Our website uses cookies. We use cookies to remember settings and to help provide you with the best experience we can. We also use cookies to continuously improve our website by compiling visitor statistics. Read more about cookies

Participants from 36 countries for Master Course Pediatric Oncology

Over 90 young pediatric oncologists from around the world are gaining knowledge about solid tumors in children. The fourth and final module of the Pediatric Oncology Master Course in the Princess Máxima Center on April 20 and 21.

Gertjan Kaspers, director of academy & outreach, host and creator of the Master Course: 'This is already the third edition of the Master Course. This course offers an advanced-level theoretical and applied curriculum, consists of four modules and lasts two years. Each module has an extensive six-week online pre-program in the MáxiWise learning hub that covers key concepts and supports learning about e.g. hemato-oncology, brain tumors. April 20 and 21 are the live days and topics are explored interactively in a variety of educational formats. Half of the participants are present at the Máxima Center, the others participate online. All are pediatricians-in-training to become pediatric oncologists, or just pediatric oncologists.’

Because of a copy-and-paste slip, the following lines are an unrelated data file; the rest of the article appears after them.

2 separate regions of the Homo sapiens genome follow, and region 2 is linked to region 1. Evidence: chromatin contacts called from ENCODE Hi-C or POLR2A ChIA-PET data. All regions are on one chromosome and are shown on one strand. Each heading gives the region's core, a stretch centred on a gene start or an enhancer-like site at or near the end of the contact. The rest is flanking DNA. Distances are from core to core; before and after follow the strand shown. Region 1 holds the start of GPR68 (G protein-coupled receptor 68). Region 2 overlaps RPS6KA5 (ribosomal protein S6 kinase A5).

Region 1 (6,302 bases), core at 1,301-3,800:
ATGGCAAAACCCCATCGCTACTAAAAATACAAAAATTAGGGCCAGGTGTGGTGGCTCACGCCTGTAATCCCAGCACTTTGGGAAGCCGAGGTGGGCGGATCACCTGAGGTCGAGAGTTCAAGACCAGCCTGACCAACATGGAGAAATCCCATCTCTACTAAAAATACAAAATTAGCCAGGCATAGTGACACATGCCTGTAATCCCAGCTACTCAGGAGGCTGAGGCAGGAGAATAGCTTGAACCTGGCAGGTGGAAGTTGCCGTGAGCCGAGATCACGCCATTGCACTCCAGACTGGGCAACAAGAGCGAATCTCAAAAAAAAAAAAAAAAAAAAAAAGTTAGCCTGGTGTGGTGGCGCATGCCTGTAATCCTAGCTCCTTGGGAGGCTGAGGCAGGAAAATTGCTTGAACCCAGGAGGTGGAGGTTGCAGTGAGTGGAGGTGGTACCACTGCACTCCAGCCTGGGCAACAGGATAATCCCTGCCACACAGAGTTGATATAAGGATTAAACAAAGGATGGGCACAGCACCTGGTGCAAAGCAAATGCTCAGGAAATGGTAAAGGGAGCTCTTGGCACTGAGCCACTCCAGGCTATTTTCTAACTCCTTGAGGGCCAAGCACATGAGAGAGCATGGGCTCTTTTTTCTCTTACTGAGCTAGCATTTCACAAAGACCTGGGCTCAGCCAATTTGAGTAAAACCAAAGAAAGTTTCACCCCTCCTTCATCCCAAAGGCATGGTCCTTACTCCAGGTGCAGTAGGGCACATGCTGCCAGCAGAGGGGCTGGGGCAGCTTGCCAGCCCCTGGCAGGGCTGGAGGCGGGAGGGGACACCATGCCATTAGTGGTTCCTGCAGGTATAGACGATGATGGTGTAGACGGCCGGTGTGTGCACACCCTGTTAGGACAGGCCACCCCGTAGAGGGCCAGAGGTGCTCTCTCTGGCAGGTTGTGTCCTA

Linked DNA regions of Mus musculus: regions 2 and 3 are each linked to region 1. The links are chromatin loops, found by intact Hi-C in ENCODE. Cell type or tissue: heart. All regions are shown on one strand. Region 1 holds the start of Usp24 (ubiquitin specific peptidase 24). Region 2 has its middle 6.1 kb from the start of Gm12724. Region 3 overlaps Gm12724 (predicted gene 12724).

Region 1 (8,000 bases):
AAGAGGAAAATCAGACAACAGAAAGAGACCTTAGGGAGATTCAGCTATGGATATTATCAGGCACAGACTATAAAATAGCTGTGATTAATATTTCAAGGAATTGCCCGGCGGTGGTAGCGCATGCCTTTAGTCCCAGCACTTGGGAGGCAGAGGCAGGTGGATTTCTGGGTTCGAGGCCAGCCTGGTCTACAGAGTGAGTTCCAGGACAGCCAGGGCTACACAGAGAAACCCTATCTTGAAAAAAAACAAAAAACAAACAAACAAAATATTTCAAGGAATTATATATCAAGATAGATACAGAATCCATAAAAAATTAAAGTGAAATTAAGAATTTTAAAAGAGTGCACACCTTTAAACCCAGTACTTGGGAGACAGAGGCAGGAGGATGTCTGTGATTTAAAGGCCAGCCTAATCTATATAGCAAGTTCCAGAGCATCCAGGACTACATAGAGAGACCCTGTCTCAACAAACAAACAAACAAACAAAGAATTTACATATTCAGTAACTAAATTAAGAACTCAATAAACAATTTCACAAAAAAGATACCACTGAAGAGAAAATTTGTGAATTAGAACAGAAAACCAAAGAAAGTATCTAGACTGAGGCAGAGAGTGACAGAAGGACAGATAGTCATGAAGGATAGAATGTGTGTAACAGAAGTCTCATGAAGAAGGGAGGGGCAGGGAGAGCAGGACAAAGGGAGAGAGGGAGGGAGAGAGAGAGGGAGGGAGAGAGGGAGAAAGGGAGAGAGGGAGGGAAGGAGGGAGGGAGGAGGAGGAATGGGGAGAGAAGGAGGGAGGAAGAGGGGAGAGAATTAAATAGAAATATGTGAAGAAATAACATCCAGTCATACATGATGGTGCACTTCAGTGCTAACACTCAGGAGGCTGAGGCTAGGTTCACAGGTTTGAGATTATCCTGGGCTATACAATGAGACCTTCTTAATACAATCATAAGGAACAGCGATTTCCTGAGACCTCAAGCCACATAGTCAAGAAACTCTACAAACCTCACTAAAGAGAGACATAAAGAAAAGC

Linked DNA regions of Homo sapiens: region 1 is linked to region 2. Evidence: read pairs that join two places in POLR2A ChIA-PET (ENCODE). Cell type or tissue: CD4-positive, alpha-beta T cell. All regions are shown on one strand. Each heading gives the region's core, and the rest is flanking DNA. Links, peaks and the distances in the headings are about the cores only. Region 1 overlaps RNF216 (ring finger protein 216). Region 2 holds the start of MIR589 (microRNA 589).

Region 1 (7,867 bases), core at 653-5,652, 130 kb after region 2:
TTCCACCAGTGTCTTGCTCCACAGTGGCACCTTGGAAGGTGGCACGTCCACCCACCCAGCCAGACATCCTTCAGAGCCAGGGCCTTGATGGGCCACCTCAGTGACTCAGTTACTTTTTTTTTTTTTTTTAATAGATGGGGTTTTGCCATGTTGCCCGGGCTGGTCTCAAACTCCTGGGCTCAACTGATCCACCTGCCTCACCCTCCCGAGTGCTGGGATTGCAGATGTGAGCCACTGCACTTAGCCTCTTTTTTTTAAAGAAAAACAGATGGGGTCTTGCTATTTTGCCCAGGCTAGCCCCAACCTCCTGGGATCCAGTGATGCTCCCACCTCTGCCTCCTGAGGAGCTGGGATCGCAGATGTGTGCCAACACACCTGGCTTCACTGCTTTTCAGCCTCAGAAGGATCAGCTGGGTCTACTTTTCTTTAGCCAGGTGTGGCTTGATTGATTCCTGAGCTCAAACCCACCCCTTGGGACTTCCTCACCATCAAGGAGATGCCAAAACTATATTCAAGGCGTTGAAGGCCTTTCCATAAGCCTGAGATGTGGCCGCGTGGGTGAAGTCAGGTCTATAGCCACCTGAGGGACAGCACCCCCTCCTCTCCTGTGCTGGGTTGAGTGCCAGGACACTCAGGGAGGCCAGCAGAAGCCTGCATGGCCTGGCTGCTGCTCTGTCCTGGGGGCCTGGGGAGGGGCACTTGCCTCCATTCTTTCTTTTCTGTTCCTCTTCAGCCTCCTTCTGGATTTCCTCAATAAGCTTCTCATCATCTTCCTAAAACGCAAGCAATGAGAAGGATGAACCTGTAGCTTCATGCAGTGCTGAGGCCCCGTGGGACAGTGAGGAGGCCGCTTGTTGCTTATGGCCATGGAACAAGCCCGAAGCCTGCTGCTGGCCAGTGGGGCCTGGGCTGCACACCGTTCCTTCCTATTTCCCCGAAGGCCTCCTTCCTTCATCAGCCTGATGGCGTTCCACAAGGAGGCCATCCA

Solid tumors

Lenneke Schrier, pediatric oncology fellow, co-directs the program. 'In the current module, we cover medical knowledge about the diagnosis and treatment, including complications, late effects and quality of life, of children with solid tumors,' she says. 'Special attention is paid to the integration of acquired knowledge and its practical application, for example during follow-up care of children with a bone tumor. But we also practice clinical and professional skills, such as providing emergency treatment, shared decision making, improving quality of care, professional development and dealing with ethical dilemmas.'

Participants from 36 countries

'The Master Course suits our international top position as a pediatric oncology center. It is a privilege to receive so many talented young people in the Máxima Center. They come from 36 countries, including low- and middle-income countries, where by far the most children live with cancer - and survival rates are much lower than ours. More knowledge and skills are essential to support them to provide the best care, educate others and contribute to improving quality of care and patient safety. For these reasons, we offer several parallel sessions in this module specifically for colleagues from these countries. This concept will be further developed in the next edition of the Master Course.'